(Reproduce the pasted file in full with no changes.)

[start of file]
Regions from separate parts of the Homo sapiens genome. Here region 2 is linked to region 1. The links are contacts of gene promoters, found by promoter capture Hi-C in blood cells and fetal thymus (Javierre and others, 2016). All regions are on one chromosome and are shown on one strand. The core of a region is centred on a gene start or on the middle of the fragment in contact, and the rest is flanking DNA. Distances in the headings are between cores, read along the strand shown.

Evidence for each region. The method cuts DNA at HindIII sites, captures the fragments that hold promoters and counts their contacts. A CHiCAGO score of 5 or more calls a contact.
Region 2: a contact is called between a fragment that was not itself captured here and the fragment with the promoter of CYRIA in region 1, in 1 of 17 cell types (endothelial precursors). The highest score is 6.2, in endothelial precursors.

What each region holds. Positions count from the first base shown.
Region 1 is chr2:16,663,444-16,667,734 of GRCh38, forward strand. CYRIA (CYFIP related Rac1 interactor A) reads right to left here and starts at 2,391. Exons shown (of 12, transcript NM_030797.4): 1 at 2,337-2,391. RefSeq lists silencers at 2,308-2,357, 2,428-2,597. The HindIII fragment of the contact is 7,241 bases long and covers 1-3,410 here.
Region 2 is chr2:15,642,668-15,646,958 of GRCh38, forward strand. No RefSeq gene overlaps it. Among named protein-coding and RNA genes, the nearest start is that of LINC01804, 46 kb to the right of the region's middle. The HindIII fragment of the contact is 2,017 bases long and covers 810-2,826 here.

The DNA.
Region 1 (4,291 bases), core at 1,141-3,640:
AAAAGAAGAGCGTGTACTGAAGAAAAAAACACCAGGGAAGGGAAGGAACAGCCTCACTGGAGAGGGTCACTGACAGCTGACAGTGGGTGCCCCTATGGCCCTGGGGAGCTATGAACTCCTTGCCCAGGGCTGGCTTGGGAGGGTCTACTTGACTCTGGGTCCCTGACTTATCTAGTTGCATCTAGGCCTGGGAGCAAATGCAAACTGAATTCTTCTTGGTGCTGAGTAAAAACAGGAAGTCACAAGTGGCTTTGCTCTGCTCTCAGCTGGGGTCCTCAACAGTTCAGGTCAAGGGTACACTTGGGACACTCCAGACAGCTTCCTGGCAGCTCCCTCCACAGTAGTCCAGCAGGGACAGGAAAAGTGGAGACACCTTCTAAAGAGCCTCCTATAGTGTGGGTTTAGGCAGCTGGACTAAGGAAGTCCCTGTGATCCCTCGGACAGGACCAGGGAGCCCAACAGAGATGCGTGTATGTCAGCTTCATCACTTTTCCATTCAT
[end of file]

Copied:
Regions from separate parts of the Homo sapiens genome. Here region 2 is linked to region 1. The links are contacts of gene promoters, found by promoter capture Hi-C in blood cells and fetal thymus (Javierre and others, 2016). All regions are on one chromosome and are shown on one strand. The core of a region is centred on a gene start or on the middle of the fragment in contact, and the rest is flanking DNA. Distances in the headings are between cores, read along the strand shown.

Evidence for each region. The method cuts DNA at HindIII sites, captures the fragments that hold promoters and counts their contacts. A CHiCAGO score of 5 or more calls a contact.
Region 2: a contact is called between a fragment that was not itself captured here and the fragment with the promoter of CYRIA in region 1, in 1 of 17 cell types (endothelial precursors). The highest score is 6.2, in endothelial precursors.

What each region holds. Positions count from the first base shown.
Region 1 is chr2:16,663,444-16,667,734 of GRCh38, forward strand. CYRIA (CYFIP related Rac1 interactor A) reads right to left here and starts at 2,391. Exons shown (of 12, transcript NM_030797.4): 1 at 2,337-2,391. RefSeq lists silencers at 2,308-2,357, 2,428-2,597. The HindIII fragment of the contact is 7,241 bases long and covers 1-3,410 here.
Region 2 is chr2:15,642,668-15,646,958 of GRCh38, forward strand. No RefSeq gene overlaps it. Among named protein-coding and RNA genes, the nearest start is that of LINC01804, 46 kb to the right of the region's middle. The HindIII fragment of the contact is 2,017 bases long and covers 810-2,826 here.

The DNA.
Region 1 (4,291 bases), core at 1,141-3,640:
AAAAGAAGAGCGTGTACTGAAGAAAAAAACACCAGGGAAGGGAAGGAACAGCCTCACTGGAGAGGGTCACTGACAGCTGACAGTGGGTGCCCCTATGGCCCTGGGGAGCTATGAACTCCTTGCCCAGGGCTGGCTTGGGAGGGTCTACTTGACTCTGGGTCCCTGACTTATCTAGTTGCATCTAGGCCTGGGAGCAAATGCAAACTGAATTCTTCTTGGTGCTGAGTAAAAACAGGAAGTCACAAGTGGCTTTGCTCTGCTCTCAGCTGGGGTCCTCAACAGTTCAGGTCAAGGGTACACTTGGGACACTCCAGACAGCTTCCTGGCAGCTCCCTCCACAGTAGTCCAGCAGGGACAGGAAAAGTGGAGACACCTTCTAAAGAGCCTCCTATAGTGTGGGTTTAGGCAGCTGGACTAAGGAAGTCCCTGTGATCCCTCGGACAGGACCAGGGAGCCCAACAGAGATGCGTGTATGTCAGCTTCATCACTTTTCCATTCAT